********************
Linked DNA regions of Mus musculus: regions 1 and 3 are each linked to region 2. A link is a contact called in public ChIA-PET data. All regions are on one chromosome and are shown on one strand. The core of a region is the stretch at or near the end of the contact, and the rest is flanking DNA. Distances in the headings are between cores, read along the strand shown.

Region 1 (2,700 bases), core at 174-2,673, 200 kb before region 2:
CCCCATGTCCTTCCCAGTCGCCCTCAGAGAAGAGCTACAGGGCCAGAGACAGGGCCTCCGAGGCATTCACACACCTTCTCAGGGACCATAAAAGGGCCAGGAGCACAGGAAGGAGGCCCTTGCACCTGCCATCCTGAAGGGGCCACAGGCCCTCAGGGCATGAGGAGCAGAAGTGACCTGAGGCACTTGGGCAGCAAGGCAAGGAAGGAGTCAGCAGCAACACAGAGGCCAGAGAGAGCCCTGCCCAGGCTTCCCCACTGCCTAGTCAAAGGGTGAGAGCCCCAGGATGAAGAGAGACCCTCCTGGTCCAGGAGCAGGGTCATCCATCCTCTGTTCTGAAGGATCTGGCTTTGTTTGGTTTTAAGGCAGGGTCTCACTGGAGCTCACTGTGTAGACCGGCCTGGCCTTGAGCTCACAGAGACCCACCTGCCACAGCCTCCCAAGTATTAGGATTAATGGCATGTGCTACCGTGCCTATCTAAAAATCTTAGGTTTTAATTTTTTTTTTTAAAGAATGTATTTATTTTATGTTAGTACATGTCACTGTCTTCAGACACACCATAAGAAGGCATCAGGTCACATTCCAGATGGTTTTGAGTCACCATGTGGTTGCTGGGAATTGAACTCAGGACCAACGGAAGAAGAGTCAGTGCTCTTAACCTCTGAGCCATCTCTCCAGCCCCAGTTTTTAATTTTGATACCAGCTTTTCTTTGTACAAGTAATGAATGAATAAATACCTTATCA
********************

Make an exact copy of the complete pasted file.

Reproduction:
Linked DNA regions of Mus musculus: regions 1 and 3 are each linked to region 2. A link is a contact called in public ChIA-PET data. All regions are on one chromosome and are shown on one strand. The core of a region is the stretch at or near the end of the contact, and the rest is flanking DNA. Distances in the headings are between cores, read along the strand shown.

Region 1 (2,700 bases), core at 174-2,673, 200 kb before region 2:
CCCCATGTCCTTCCCAGTCGCCCTCAGAGAAGAGCTACAGGGCCAGAGACAGGGCCTCCGAGGCATTCACACACCTTCTCAGGGACCATAAAAGGGCCAGGAGCACAGGAAGGAGGCCCTTGCACCTGCCATCCTGAAGGGGCCACAGGCCCTCAGGGCATGAGGAGCAGAAGTGACCTGAGGCACTTGGGCAGCAAGGCAAGGAAGGAGTCAGCAGCAACACAGAGGCCAGAGAGAGCCCTGCCCAGGCTTCCCCACTGCCTAGTCAAAGGGTGAGAGCCCCAGGATGAAGAGAGACCCTCCTGGTCCAGGAGCAGGGTCATCCATCCTCTGTTCTGAAGGATCTGGCTTTGTTTGGTTTTAAGGCAGGGTCTCACTGGAGCTCACTGTGTAGACCGGCCTGGCCTTGAGCTCACAGAGACCCACCTGCCACAGCCTCCCAAGTATTAGGATTAATGGCATGTGCTACCGTGCCTATCTAAAAATCTTAGGTTTTAATTTTTTTTTTTAAAGAATGTATTTATTTTATGTTAGTACATGTCACTGTCTTCAGACACACCATAAGAAGGCATCAGGTCACATTCCAGATGGTTTTGAGTCACCATGTGGTTGCTGGGAATTGAACTCAGGACCAACGGAAGAAGAGTCAGTGCTCTTAACCTCTGAGCCATCTCTCCAGCCCCAGTTTTTAATTTTGATACCAGCTTTTCTTTGTACAAGTAATGAATGAATAAATACCTTATCA